Saturday, October 30, 2010
Data Talk—Opinions Walk: Justification vs. Rationalization
I was a judge for a junior high school science fair where young minds applied the scientific method to everything from bean sprouts to producing amino acids from primordial ooze. It was great to see creative minds at work as each explained their hypothesis, methods of observation, data collection and conclusions.
Of course, I took the opportunity to explain to each how their scientific skills would be of tremendous importance in helping sick people get better in the exciting industry of pharmaceutical manufacturing. Yeah—it was a real “sales job,” but I could not have been more serious.
So—what has happened to some people in our industry since they were in the eighth grade?
We work in a science-based industry. Sometimes you have to look hard to find a scientist in the day-to-day operational world of pharmaceutical manufacturing, particularly in the corner office.
Perhaps this explains the difficulty we often face when manufacturing problems occur that could potentially affect a batch of product. Rather than the response being: “Glad you caught that. Now, let’s gather all the data as quickly as possible to investigate the possible product impact,”—it’s “Dang! How in the world are we going to position this one?”
It is particularly disheartening when the role of QA deteriorates from data-driven decisions that provide scientific (and legal) justification, to unsubstantiated opinions. The former is science; the latter is creative writing. All too often QA is put into the creative writing business. The effect of a weakened role of QA has been noted recently in Warning Letters. (See The QA Pharm, 9/25/10.)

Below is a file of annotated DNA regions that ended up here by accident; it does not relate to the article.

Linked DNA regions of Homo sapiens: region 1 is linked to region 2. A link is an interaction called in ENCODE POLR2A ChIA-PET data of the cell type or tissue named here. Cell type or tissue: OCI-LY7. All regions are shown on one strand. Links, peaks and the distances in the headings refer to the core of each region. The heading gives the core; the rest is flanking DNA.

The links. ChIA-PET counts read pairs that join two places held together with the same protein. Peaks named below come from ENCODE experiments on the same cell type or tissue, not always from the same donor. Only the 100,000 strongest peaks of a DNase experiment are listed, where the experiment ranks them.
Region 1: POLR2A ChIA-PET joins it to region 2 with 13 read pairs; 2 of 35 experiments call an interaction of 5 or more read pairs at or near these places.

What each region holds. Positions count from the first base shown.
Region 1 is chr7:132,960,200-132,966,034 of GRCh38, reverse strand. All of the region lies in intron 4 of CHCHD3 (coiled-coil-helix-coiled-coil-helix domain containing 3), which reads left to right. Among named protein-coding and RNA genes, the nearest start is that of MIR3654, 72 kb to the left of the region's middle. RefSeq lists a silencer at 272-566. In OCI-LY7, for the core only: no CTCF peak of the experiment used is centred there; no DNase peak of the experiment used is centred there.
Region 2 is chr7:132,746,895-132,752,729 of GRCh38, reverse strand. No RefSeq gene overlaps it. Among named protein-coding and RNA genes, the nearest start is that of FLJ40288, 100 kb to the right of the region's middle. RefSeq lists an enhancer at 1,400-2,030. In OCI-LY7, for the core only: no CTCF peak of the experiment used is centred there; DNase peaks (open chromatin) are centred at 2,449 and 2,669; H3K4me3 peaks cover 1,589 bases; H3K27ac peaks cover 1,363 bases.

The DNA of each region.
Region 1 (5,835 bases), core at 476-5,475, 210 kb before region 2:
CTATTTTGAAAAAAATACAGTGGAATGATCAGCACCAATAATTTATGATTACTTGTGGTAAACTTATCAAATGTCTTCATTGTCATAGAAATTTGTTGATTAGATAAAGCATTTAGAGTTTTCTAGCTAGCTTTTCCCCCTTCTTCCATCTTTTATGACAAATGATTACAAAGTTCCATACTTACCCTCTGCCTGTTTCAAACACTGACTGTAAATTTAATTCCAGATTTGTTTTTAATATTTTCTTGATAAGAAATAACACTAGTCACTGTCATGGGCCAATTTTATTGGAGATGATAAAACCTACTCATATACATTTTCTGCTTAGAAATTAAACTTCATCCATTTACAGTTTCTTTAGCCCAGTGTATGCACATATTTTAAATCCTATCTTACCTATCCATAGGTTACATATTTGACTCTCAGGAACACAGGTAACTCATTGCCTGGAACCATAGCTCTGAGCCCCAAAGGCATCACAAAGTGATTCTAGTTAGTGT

CGMPs use the term “justify,” not “rationalize” for a reason. So, let’s review the important difference between them:
Justify v. 1. To demonstrate or prove to be just, right, or valid. 2. To declare free of blame; absolve. 3. Law. To prove to be qualified.
Rationalize v. 1. To make rational. 2. To interpret from a rational standpoint. 3. To devise self-satisfying but incorrect reasons for (one’s behavior).
Your assignment, Class:
1. What is the quintessential difference between “justification” and “rationalization?”
2. Locate in the GMPs where the word, or some form of the word “justify” appears. What is the context, and why is justification important?
3. From a patient’s perspective, which would you expect to be the modus operandi in the pharmaceutical industry: rationalization, or justification?
Remember: Without data—it’s just another opinion.
The QA Pharm